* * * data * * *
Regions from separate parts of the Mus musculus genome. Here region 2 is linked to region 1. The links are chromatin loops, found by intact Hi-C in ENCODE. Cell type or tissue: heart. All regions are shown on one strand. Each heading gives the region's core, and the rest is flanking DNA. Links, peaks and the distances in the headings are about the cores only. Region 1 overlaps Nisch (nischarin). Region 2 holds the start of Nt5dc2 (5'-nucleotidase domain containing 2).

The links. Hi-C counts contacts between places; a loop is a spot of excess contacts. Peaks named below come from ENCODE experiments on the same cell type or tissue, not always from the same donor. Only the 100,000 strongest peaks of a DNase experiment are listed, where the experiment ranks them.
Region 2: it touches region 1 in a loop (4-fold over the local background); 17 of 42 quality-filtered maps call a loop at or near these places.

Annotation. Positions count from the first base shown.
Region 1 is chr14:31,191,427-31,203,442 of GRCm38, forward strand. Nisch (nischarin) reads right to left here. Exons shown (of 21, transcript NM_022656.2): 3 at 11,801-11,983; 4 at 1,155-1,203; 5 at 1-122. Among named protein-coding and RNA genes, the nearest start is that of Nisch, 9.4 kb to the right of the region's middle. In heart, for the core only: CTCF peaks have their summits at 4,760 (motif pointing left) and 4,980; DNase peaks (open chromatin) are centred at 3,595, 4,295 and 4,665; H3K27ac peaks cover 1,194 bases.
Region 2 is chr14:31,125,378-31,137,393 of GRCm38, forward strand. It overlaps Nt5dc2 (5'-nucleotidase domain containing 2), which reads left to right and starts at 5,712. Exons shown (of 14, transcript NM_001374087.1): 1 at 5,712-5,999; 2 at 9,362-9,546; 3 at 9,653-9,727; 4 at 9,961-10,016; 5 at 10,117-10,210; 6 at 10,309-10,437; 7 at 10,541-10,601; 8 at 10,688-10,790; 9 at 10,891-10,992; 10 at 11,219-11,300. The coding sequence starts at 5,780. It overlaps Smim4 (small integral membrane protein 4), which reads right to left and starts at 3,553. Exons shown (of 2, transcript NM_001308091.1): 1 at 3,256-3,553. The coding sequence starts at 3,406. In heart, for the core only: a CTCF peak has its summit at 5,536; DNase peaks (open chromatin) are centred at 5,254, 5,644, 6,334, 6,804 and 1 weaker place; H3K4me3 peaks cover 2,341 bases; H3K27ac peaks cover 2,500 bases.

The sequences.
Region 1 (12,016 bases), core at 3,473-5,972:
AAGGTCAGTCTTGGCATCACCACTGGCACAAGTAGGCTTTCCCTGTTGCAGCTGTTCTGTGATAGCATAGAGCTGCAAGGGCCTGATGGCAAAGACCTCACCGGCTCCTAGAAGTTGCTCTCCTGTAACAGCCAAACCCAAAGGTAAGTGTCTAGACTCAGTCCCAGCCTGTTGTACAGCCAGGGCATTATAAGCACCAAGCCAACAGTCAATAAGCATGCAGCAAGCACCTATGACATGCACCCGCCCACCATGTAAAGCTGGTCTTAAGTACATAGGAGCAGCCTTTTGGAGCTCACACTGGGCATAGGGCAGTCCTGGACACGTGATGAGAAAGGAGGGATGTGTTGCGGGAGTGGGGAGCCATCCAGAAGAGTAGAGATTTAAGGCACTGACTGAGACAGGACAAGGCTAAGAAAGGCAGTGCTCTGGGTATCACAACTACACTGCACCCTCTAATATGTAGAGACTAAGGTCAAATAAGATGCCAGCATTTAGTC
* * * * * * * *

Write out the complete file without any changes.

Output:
Regions from separate parts of the Mus musculus genome. Here region 2 is linked to region 1. The links are chromatin loops, found by intact Hi-C in ENCODE. Cell type or tissue: heart. All regions are shown on one strand. Each heading gives the region's core, and the rest is flanking DNA. Links, peaks and the distances in the headings are about the cores only. Region 1 overlaps Nisch (nischarin). Region 2 holds the start of Nt5dc2 (5'-nucleotidase domain containing 2).

The links. Hi-C counts contacts between places; a loop is a spot of excess contacts. Peaks named below come from ENCODE experiments on the same cell type or tissue, not always from the same donor. Only the 100,000 strongest peaks of a DNase experiment are listed, where the experiment ranks them.
Region 2: it touches region 1 in a loop (4-fold over the local background); 17 of 42 quality-filtered maps call a loop at or near these places.

Annotation. Positions count from the first base shown.
Region 1 is chr14:31,191,427-31,203,442 of GRCm38, forward strand. Nisch (nischarin) reads right to left here. Exons shown (of 21, transcript NM_022656.2): 3 at 11,801-11,983; 4 at 1,155-1,203; 5 at 1-122. Among named protein-coding and RNA genes, the nearest start is that of Nisch, 9.4 kb to the right of the region's middle. In heart, for the core only: CTCF peaks have their summits at 4,760 (motif pointing left) and 4,980; DNase peaks (open chromatin) are centred at 3,595, 4,295 and 4,665; H3K27ac peaks cover 1,194 bases.
Region 2 is chr14:31,125,378-31,137,393 of GRCm38, forward strand. It overlaps Nt5dc2 (5'-nucleotidase domain containing 2), which reads left to right and starts at 5,712. Exons shown (of 14, transcript NM_001374087.1): 1 at 5,712-5,999; 2 at 9,362-9,546; 3 at 9,653-9,727; 4 at 9,961-10,016; 5 at 10,117-10,210; 6 at 10,309-10,437; 7 at 10,541-10,601; 8 at 10,688-10,790; 9 at 10,891-10,992; 10 at 11,219-11,300. The coding sequence starts at 5,780. It overlaps Smim4 (small integral membrane protein 4), which reads right to left and starts at 3,553. Exons shown (of 2, transcript NM_001308091.1): 1 at 3,256-3,553. The coding sequence starts at 3,406. In heart, for the core only: a CTCF peak has its summit at 5,536; DNase peaks (open chromatin) are centred at 5,254, 5,644, 6,334, 6,804 and 1 weaker place; H3K4me3 peaks cover 2,341 bases; H3K27ac peaks cover 2,500 bases.

The sequences.
Region 1 (12,016 bases), core at 3,473-5,972:
AAGGTCAGTCTTGGCATCACCACTGGCACAAGTAGGCTTTCCCTGTTGCAGCTGTTCTGTGATAGCATAGAGCTGCAAGGGCCTGATGGCAAAGACCTCACCGGCTCCTAGAAGTTGCTCTCCTGTAACAGCCAAACCCAAAGGTAAGTGTCTAGACTCAGTCCCAGCCTGTTGTACAGCCAGGGCATTATAAGCACCAAGCCAACAGTCAATAAGCATGCAGCAAGCACCTATGACATGCACCCGCCCACCATGTAAAGCTGGTCTTAAGTACATAGGAGCAGCCTTTTGGAGCTCACACTGGGCATAGGGCAGTCCTGGACACGTGATGAGAAAGGAGGGATGTGTTGCGGGAGTGGGGAGCCATCCAGAAGAGTAGAGATTTAAGGCACTGACTGAGACAGGACAAGGCTAAGAAAGGCAGTGCTCTGGGTATCACAACTACACTGCACCCTCTAATATGTAGAGACTAAGGTCAAATAAGATGCCAGCATTTAGTC